The European Commission has fined Canon €28 million for implementing its acquisition of Toshiba Medical Systems Corporation (TMSC) before notification to and approval by the Commission, in breach of EU Merger control rules.
Commissioner Margrethe Vestager, in charge of competition policy, said: "Companies have to respect our competition rules and procedures. They are obliged to notify and wait for our approval before a merger can go ahead. Canon structured a transaction to circumvent these obligations when they acquired TMSC. This is a procedural breach of our merger review so we are fining Canon €28 million. Our merger assessment and decision-making depends on the Commission being sure that companies are not jumping the gun and implementing mergers without our approval.”
EU merger rules require that merging companies notify planned mergers of Union dimension for review by the Commission prior to their implementation and do not implement them until notified to and cleared by the Commission. The notification requirement safeguards the Commission's ability to detect and investigate mergers.
On 12 August 2016, Canon notified the European Commission of its plan to acquire Toshiba Medical Systems Corporation (“TMSC”) from Toshiba. The transaction was unconditionally cleared by the Commission on 19 September 2016.
For the acquisition, Canon used a so-called “warehousing” two-step transaction structure involving an interim buyer.
As a first step, the interim buyer acquired 95% in the share capital of TMSC for €800, whereas Canon paid €5.28 billion for the remaining 5% of the shares and share options over the interim buyer's stake. This first step was carried out prior to notification to or approval by the Commission.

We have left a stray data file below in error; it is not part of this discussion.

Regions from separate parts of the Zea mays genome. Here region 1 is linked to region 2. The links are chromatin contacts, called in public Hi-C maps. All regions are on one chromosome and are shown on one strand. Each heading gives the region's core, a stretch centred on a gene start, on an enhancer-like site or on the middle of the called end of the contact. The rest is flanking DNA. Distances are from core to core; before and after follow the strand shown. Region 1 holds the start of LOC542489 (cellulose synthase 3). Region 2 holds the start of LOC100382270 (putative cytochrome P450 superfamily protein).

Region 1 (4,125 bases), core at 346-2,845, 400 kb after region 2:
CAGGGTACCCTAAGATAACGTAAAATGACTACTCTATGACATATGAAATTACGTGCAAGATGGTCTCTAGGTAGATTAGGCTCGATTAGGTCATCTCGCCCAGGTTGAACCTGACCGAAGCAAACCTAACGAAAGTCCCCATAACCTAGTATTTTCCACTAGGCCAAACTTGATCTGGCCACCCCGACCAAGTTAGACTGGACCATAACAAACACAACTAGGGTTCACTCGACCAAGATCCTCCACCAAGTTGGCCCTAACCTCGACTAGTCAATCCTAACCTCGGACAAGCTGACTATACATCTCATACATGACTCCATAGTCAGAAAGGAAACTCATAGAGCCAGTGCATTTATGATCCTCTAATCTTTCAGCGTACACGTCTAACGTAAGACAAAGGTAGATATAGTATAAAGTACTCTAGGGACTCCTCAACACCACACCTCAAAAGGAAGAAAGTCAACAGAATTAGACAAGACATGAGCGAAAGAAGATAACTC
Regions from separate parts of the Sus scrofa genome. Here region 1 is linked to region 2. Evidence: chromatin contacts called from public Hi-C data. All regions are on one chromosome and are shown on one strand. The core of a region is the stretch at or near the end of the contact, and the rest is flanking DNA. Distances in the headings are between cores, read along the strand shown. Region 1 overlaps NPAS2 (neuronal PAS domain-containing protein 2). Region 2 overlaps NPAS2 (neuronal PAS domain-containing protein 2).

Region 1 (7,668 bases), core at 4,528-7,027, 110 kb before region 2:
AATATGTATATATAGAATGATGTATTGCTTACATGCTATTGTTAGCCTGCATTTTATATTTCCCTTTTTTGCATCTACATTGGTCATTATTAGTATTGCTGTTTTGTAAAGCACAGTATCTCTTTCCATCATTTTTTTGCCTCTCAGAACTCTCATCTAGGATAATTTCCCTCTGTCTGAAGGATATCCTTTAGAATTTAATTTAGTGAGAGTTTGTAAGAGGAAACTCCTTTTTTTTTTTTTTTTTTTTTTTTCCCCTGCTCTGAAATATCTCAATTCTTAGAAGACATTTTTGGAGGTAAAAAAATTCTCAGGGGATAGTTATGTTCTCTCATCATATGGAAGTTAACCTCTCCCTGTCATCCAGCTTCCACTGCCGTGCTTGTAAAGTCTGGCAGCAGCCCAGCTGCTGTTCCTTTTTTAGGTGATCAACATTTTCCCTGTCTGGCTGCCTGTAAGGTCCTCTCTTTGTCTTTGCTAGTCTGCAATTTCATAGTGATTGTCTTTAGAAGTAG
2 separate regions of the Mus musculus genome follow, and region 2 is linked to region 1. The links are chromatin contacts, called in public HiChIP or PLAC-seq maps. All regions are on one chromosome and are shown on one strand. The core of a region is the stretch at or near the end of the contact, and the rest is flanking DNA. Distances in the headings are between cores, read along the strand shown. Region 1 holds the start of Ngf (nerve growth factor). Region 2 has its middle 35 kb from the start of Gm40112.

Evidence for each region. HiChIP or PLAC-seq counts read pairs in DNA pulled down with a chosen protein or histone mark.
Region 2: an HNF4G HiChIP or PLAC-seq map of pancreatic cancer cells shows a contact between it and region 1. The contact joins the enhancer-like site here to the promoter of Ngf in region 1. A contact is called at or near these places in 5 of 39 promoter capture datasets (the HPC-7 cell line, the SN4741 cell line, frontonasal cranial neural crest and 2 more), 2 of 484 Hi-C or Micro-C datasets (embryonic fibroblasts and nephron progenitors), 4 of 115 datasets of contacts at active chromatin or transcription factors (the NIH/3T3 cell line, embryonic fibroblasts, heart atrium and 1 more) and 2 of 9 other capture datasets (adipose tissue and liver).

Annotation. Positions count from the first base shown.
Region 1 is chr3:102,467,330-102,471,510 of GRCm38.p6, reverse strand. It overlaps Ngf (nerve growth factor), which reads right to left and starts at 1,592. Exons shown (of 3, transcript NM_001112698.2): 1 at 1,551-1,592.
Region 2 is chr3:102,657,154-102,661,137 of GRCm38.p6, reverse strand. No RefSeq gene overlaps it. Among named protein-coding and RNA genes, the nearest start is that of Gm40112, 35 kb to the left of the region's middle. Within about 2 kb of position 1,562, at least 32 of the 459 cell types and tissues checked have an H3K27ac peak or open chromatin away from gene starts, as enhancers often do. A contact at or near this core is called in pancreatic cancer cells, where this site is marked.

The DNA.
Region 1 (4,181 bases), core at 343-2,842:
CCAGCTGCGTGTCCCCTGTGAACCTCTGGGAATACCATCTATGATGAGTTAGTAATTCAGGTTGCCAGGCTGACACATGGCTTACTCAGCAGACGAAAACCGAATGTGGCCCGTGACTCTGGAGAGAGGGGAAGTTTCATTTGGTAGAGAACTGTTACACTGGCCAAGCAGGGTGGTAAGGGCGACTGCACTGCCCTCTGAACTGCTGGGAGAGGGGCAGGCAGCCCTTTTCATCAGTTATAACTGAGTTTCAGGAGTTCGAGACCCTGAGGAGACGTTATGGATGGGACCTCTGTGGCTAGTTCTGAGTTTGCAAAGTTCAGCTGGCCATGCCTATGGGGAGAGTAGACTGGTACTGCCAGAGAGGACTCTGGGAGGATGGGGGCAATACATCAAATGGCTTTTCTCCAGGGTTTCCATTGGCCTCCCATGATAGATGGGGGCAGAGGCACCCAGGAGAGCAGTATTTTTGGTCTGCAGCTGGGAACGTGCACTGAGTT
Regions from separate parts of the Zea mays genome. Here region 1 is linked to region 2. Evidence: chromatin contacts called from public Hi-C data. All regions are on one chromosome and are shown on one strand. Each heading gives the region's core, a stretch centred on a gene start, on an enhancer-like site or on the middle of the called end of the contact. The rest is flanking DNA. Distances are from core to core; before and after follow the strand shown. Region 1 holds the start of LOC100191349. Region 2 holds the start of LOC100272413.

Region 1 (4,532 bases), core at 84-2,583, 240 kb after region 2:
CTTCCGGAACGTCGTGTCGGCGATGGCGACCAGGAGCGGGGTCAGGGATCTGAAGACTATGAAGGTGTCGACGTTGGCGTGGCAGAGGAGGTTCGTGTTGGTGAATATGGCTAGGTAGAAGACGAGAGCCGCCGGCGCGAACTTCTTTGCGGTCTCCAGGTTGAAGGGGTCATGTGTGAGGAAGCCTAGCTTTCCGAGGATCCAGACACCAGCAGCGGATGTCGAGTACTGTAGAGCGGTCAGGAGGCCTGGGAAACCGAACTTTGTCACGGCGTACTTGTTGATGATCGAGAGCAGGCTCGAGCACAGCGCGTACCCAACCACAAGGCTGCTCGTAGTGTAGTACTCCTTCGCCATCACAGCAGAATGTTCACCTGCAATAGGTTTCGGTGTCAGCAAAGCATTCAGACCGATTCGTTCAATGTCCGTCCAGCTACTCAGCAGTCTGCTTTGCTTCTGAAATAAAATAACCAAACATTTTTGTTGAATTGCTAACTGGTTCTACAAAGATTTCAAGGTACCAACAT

As a second step, following approval of the merger by the Commission, Canon exercised its share options, acquiring 100% of the shares of TMSC.
In July 2017, the Commission addressed a Statement of Objections to Canon detailing its concerns that, through the transaction structure put in place for its acquisition of TMSC, Canon had implemented the acquisition before notifying it to the Commission and obtaining approval under EU merger control rules.
In November 2018, the Commission addressed a Supplementary Statement of Objections to Canon, complementing the preliminary view taken in the Statement of Objections and reflecting developments in the case law.
In today's decision, the Commission confirms its preliminary view that Canon breached the EU Merger Regulation and fines the company €28 million.
According to the EU Merger Regulation, the Commission can impose fines of up to 10% of the aggregated turnover of companies that intentionally or negligently, breach the notification and/or the standstill obligations.
"The Commission's decision marks the end of an investigation lasting more than three years during which the Commission assessed whether Canon had acquired any influence or control over TMSC prior to obtaining merger clearance. Canon sincerely and fully cooperated with the European Commission at all times during the proceedings, and the Commission acknowledges that Canon did not acquire control over TMSC before the Commission had cleared the transaction for lack of any competition concerns. Nevertheless, relying on a novel concept of "preparatory acts" or "partial implementation," the Commission alleges that Canon violated the EU Merger Control Regulation, although the transaction structure was in line with existing and recently reconfirmed jurisprudence of the European courts," Canon said.
Canon disagrees with the European Commission's legal assessment and will appeal the decision in the General Court of the European Union in Luxembourg.